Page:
“It’s about building on this 30-year success story. It is the culmination of a process maintaining solid values and at the same time initiating a new strategic cycle ”, explains Olegario Monegal, a professional with more than 20 years of experience in perfumery, who has been appointed as director of the Global Care Business Unit. Personal and Home.
Once well established in fine perfumery, the company has decided to accelerate its growth in functional -that is, everything that is not high perfumery, where it is very well established-, which ranges from fragrances to creams, deodorants, shampoos, gels and soaps to fabric softeners, surface care or air fresheners. In fact, after 2019 -the latest figures available- of 90 million euros in sales, they expect to reach 125 million in three and a half years. Of those additional 35 million, 25 should come from the personal care and home business and the other 10 million, from fine perfumery, he explains. Scents and fragrances for personal and home care today account for a third of sales and the company’s goal in this three-and-a-half-year plan is to double their weight.
The manager admits that the pandemic has influenced the business, since, with less social contact, the use of perfume is reduced, but he is convinced that, “when we come out of the pandemic, people will go back to perfume, as has been happening. since centuries”. Some perfume manufacturers, who are its customers, have been forced to accelerate a diversification that, in any case, had to be carried out. They have had to accelerate a process that, without the pandemic, might have been slower. And it is that, in addition to perfumes, cleaning and body hygiene products will continue to be used, he says.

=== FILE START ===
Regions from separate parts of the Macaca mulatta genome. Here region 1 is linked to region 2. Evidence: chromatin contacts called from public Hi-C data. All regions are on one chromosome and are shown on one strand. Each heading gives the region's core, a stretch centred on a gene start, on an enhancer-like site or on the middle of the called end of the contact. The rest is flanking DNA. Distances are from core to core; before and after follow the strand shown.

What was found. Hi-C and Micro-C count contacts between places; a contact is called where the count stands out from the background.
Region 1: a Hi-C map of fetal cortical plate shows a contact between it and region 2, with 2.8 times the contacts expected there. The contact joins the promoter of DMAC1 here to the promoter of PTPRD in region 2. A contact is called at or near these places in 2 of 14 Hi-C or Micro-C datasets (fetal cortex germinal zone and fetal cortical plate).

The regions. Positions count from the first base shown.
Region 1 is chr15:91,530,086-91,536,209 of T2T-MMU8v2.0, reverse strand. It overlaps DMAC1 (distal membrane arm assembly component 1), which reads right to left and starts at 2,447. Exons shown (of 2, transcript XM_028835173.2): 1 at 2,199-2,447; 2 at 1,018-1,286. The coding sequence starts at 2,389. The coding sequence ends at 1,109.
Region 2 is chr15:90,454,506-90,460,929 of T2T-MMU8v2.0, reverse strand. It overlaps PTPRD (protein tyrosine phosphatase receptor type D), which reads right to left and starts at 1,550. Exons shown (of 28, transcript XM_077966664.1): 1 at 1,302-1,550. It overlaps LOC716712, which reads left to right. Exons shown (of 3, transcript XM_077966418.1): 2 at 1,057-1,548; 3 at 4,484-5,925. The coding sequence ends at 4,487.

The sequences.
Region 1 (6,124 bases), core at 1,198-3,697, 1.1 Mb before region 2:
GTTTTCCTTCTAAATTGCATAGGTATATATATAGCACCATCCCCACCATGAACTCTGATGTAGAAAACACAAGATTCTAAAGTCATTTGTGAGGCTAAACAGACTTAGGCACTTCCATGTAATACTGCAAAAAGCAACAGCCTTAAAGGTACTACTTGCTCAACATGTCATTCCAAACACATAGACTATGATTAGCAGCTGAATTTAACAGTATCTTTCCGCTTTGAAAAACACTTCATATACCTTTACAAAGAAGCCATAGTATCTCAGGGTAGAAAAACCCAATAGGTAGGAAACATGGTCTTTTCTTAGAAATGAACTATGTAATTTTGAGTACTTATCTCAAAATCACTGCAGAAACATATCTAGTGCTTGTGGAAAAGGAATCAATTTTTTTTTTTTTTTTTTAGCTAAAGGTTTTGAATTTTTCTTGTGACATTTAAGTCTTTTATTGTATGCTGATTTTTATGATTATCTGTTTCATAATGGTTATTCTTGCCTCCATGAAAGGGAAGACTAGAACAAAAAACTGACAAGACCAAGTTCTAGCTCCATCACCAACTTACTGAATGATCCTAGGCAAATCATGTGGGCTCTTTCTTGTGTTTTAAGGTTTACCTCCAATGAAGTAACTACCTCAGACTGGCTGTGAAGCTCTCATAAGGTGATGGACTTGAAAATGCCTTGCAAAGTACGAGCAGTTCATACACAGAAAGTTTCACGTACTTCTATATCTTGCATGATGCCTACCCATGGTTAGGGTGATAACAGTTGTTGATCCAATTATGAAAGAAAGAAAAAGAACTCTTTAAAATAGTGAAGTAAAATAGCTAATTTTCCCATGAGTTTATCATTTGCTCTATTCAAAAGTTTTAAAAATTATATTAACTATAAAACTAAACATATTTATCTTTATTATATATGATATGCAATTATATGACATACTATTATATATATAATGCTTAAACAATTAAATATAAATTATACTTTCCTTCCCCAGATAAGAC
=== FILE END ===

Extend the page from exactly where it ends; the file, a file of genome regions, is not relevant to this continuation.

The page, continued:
For all these reasons, after consolidating itself in high-end perfumery, a highly competitive sector, the company understands that the time has come to rebalance sales quotas “so that high-end perfumery, home care and staff are even more distributed uniform”. In Monegal’s view, “it is a natural tendency of the company.” It is not a strategy only to face difficult times as it has been, the pandemic, for example, but a springboard to enter new segments, new markets and new brands.
To carry this out, the company realized that a change of face was not enough but that it was necessary to review the brand and communication tools from top to bottom, a work developed by the branding agency Summa.
After making the new strategy and visual identity known to its nearly 400 employees, the group has turned to it. As Stéphanie Marze, the head of global corporate marketing, said, it was necessary to “grow vertically into new categories and horizontally to increase the influence of the company.” According to CEO Laurent Mercier, it is not just about achieving further geographic expansion but about designing fragrances “for new customers with brands with even more business potential.”
Today Eurofragance is present almost everywhere in the world. It has factories in Spain, Singapore and Mexico and production partners in the United States, China and India. Busy creating fragrances and aromas to work the nose and nose.
Eddie is an Australian news reporter with over 9 years in the industry and has published on Forbes and tech crunch.